Fall is an ideal time to plant trees, and the Sourland Conservancy is making it affordable and easy with native tree kits.
The $10 kits contain one native tree seedling, a 6’ x 6’ or 5’ x 6’ length of heavy-duty metal fencing to protect the tree from deer browse, a metal post, and zip ties. Sourland Conservancy members who participate in the tree sale will also receive scarlet bee balm.
“The Conservancy’s ash crisis team developed this idea as a way to raise awareness of the over one million trees being killed by the emerald ash borer in this area,” said Marylou Ferrara, a Sourland Conservancy trustee. “This is not a fundraiser, we just want to give everyone the opportunity to connect with nature and help restore the forest. This has been a difficult time for everyone. Planting a tree is a wonderful, positive activity for individuals and families.”
The program is sponsored by Rosedale Mills and the Pinelands Nursery. The sponsors made it possible for the Sourland Conservancy to offer 200 tree kits below cost. Fifty donors also have purchased trees to offer for free to residents who request them.
The New Jersey Forest Service estimates that the invasive emerald ash borer is on track to kill more than one million trees in the 90-square-mile Sourland Mountain region within the next few years. The Conservancy’s staff and ash crisis team volunteers urge residents, land managers, and municipalities to help restore the forest by helping to replace this generation of ash trees.
“Approximately one-third of the Sourland region is privately owned. Homeowners can provide critical habitat by simply choosing native plants for their landscaping. Native trees are easy to care for, and they provide food and shelter for native birds, pollinators, and other animals,” said Carolyn Klaube, the Sourland Conservancy’s stewardship program coordinator.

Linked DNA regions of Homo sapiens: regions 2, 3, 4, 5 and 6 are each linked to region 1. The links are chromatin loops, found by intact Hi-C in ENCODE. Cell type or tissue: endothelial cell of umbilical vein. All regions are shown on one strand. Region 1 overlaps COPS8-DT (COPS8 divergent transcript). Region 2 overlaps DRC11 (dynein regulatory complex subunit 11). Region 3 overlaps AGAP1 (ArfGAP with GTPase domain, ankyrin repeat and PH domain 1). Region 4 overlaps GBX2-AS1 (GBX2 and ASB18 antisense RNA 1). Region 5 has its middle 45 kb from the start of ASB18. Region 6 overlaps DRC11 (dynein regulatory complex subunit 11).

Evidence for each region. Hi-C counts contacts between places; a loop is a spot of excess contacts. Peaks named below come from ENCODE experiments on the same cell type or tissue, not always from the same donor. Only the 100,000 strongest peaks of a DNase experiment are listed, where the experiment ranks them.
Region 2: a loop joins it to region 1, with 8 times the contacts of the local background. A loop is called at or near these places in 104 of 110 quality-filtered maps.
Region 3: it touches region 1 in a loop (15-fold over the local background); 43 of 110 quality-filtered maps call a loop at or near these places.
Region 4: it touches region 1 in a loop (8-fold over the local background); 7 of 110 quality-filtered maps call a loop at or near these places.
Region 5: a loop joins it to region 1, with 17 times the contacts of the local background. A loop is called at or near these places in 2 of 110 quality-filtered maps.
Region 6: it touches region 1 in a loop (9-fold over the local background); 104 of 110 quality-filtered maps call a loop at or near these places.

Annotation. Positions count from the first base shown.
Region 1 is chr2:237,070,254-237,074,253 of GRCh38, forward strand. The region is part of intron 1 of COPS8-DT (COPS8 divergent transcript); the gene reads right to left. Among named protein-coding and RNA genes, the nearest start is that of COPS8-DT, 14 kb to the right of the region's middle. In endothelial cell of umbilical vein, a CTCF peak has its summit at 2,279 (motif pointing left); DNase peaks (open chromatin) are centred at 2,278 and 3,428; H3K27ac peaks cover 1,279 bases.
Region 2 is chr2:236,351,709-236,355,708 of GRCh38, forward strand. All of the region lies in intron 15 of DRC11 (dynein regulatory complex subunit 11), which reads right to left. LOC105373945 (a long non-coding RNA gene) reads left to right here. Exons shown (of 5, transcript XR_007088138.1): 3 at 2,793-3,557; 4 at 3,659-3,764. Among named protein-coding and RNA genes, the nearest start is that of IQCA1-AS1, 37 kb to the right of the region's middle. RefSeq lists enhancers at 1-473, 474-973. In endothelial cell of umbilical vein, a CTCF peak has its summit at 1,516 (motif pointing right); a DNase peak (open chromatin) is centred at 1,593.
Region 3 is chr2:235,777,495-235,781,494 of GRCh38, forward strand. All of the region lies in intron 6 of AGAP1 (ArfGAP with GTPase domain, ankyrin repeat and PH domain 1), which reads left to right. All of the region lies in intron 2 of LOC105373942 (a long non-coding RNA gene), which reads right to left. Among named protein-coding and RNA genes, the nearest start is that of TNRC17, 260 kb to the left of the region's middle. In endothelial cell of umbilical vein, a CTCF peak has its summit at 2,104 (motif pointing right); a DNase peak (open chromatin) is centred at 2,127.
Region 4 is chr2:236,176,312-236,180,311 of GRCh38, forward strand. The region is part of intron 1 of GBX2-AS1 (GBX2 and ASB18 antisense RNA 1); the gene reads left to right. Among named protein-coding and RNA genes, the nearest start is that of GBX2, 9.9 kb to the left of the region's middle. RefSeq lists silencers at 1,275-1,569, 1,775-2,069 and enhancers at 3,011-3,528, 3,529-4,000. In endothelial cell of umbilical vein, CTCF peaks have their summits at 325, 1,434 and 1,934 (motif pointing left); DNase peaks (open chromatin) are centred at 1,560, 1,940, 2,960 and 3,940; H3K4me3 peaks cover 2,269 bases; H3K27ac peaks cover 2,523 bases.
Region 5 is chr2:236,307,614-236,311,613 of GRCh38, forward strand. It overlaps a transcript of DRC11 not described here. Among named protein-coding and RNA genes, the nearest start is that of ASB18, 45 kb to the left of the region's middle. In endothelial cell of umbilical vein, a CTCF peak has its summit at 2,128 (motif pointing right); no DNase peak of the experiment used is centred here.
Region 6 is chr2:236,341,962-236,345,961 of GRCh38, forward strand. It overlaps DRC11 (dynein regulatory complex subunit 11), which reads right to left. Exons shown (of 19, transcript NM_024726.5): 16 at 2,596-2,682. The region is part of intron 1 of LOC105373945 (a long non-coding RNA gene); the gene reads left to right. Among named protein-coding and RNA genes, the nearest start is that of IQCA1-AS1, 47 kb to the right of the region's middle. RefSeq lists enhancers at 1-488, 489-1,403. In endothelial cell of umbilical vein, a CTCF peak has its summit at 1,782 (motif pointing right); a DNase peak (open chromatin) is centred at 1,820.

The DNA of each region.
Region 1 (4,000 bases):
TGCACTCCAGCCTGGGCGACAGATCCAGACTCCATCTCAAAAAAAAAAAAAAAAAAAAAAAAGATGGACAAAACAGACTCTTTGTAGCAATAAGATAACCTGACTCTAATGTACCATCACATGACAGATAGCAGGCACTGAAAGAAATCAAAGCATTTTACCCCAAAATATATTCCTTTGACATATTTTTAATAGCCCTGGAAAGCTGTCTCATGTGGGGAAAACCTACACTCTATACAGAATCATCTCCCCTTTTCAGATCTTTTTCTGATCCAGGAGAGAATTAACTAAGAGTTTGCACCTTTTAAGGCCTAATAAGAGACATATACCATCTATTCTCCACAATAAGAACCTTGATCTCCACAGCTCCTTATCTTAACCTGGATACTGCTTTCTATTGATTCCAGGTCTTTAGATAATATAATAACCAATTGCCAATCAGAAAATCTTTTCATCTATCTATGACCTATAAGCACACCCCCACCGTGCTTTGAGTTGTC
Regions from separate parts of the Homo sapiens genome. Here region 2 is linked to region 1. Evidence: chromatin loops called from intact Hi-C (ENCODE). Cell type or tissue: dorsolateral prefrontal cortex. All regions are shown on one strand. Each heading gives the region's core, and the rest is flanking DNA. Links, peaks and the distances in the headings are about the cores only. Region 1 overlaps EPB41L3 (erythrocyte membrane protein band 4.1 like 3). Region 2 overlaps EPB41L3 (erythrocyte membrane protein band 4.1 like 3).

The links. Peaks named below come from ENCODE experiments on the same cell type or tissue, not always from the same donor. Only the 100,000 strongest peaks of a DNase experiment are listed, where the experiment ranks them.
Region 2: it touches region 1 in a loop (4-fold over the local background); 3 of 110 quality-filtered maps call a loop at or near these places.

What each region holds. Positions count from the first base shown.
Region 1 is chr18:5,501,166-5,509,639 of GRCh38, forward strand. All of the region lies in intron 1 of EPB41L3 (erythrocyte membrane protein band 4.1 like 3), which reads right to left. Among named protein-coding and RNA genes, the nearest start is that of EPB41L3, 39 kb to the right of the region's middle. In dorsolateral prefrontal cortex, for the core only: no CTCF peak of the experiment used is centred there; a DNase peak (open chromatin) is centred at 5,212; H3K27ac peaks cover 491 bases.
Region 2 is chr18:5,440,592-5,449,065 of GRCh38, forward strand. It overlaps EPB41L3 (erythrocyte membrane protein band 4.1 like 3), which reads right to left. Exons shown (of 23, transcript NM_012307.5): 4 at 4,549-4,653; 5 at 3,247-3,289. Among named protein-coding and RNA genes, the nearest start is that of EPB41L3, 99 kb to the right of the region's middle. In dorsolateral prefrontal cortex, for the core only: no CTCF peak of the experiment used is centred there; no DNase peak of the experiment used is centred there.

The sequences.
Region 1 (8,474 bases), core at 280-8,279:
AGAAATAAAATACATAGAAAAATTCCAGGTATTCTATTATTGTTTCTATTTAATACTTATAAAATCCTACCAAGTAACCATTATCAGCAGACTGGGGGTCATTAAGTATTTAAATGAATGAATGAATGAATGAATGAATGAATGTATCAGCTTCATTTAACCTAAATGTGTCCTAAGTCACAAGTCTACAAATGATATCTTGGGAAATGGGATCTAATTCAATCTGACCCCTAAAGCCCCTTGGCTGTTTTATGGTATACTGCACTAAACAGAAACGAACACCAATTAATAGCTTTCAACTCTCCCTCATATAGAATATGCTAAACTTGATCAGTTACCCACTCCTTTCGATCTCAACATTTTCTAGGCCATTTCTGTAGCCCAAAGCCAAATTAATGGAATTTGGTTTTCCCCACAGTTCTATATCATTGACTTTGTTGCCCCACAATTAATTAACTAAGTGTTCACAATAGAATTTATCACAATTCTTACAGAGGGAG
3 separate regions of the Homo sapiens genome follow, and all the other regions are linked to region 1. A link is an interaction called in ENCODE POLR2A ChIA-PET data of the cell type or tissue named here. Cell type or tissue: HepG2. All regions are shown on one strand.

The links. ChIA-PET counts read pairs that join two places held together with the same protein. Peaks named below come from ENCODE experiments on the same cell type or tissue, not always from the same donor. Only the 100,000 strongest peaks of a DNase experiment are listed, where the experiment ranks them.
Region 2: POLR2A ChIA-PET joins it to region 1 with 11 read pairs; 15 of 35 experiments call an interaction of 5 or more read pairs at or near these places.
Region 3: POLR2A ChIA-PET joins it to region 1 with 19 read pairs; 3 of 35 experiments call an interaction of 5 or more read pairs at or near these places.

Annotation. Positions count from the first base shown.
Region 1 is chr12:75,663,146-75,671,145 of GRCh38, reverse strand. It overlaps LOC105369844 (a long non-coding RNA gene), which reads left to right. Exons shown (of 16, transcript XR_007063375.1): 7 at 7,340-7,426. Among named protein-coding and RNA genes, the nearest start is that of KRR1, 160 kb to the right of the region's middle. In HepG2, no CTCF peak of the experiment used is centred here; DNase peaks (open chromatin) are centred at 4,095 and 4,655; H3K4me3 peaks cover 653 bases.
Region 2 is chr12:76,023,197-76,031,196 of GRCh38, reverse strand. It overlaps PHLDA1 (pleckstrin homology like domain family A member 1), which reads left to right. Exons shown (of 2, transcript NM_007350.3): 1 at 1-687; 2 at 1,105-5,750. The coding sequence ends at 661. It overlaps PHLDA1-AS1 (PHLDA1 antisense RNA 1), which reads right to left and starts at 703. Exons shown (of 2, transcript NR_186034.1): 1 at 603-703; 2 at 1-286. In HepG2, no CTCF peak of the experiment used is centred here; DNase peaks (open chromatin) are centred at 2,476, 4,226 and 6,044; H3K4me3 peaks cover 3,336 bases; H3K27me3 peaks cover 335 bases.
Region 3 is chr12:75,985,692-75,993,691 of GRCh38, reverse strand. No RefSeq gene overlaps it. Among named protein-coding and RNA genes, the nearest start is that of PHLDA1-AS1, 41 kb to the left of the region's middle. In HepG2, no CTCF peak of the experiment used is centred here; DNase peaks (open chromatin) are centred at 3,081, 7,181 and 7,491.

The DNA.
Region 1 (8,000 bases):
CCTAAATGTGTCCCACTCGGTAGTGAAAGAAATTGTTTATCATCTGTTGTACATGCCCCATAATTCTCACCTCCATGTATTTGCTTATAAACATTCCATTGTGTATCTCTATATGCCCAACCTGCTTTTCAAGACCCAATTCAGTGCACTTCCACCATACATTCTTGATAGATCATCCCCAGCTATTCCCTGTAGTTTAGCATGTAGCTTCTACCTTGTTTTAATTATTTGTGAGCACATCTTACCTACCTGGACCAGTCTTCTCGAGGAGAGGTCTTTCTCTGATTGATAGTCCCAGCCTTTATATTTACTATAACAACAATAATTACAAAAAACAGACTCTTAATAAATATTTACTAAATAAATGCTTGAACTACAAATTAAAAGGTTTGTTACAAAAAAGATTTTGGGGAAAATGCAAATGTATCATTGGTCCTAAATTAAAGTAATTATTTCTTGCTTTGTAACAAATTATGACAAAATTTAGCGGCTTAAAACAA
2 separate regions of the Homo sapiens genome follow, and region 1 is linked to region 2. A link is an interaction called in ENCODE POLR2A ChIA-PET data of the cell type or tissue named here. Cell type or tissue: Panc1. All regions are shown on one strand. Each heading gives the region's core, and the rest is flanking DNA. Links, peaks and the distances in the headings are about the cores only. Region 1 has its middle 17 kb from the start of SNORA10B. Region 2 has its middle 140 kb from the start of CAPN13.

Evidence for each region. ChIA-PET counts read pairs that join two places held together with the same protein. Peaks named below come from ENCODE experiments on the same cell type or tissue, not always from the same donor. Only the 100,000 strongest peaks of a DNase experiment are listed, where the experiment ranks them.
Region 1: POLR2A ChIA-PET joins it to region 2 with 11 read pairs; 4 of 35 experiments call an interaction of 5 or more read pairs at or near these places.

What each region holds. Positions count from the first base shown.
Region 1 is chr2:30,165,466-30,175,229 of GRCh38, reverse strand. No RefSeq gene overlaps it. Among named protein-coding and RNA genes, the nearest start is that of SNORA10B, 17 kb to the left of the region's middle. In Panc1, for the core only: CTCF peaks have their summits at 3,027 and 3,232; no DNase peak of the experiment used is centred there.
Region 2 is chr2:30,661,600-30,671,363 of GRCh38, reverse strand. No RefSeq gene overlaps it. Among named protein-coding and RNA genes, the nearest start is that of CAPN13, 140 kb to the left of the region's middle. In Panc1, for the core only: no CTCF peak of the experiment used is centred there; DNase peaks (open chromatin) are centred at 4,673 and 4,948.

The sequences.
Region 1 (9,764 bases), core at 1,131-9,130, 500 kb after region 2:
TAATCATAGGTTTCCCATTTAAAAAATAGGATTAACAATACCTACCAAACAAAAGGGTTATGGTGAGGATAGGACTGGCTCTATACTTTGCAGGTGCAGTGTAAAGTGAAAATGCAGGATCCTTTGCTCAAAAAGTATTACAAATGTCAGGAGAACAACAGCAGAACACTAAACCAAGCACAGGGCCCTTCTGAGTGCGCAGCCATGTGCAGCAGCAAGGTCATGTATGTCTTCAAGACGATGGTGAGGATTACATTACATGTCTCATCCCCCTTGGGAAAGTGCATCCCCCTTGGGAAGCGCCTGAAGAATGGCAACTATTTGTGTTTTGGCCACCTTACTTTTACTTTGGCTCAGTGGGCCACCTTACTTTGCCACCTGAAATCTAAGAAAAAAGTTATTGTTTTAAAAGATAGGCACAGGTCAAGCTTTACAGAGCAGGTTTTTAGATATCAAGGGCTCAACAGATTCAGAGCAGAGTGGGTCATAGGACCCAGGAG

“The birds and butterflies will thank you,” Klaube said. “The Sourland region is a critical stopover for migratory birds and is home for several threatened and endangered species.”
A contact-free tree kit pick-up day has been scheduled for Saturday, Oct. 24, at the Sourland Conservancy office parking lot at 83 Princeton Avenue in Hopewell. Participants will receive pick-up instructions via email, including a time and a slot number. Delivery is also available if needed, but arrangements must be made in advance.
The trees are 8 to 24 inches tall, but the fences that come with the kits are large. Participants are advised to wear a mask and come alone if possible to ensure social distancing – and to drive a pick-up, SUV or minivan.
The tree varieties available include:
American holly (Ilex opaca) – A spectacular tree, well known for its use in holiday decor, but even more spectacular is the food it provides for animals in the winter months.
Blackhaw viburnum (Viburnum prunifolium) – The tree boasts fragrant white flower clusters up to 5 inches across from April to May, are followed by blue/black persistent berries. Deep green oblong 3-inch leaves turn a beautiful purple/red in fall.
Sugarberry (Celtis occidentalis) – The tree is a majestic and versatile shade tree. Inconspicuous small greenish flowers are followed in the fall by persistent small (1/4”) hard orange to dark purple/red sweet fruits that are a favorite of many birds (including fox sparrows, towhees, robins, cedar waxwings, bluebirds, and mockingbirds) and are eaten through the winter by non-migratory birds (it’s a good nesting tree too).
Black gum (Nyssa sylvatica) – Also known as black tupelo, Black Gum is one of the most attractive native trees around – and may live up to 500 years. Summer leaves are a dark green with a high-gloss appearance, but the most spectacular part of this tree is the fall foliage with many shades of yellow, orange, bright red, purple or scarlet that may appear on the same branch.
Scarlet bee balm (Monarda didyma) – Also known as bergamot, Scarlet bee balm is a perennial member of the mint family. It will grow 2-4’ tall in sun or part shade, attract butterflies and hummingbirds, and bloom from midsummer to fall.
You can order tree kits online on the Sourland Conservancy’s website.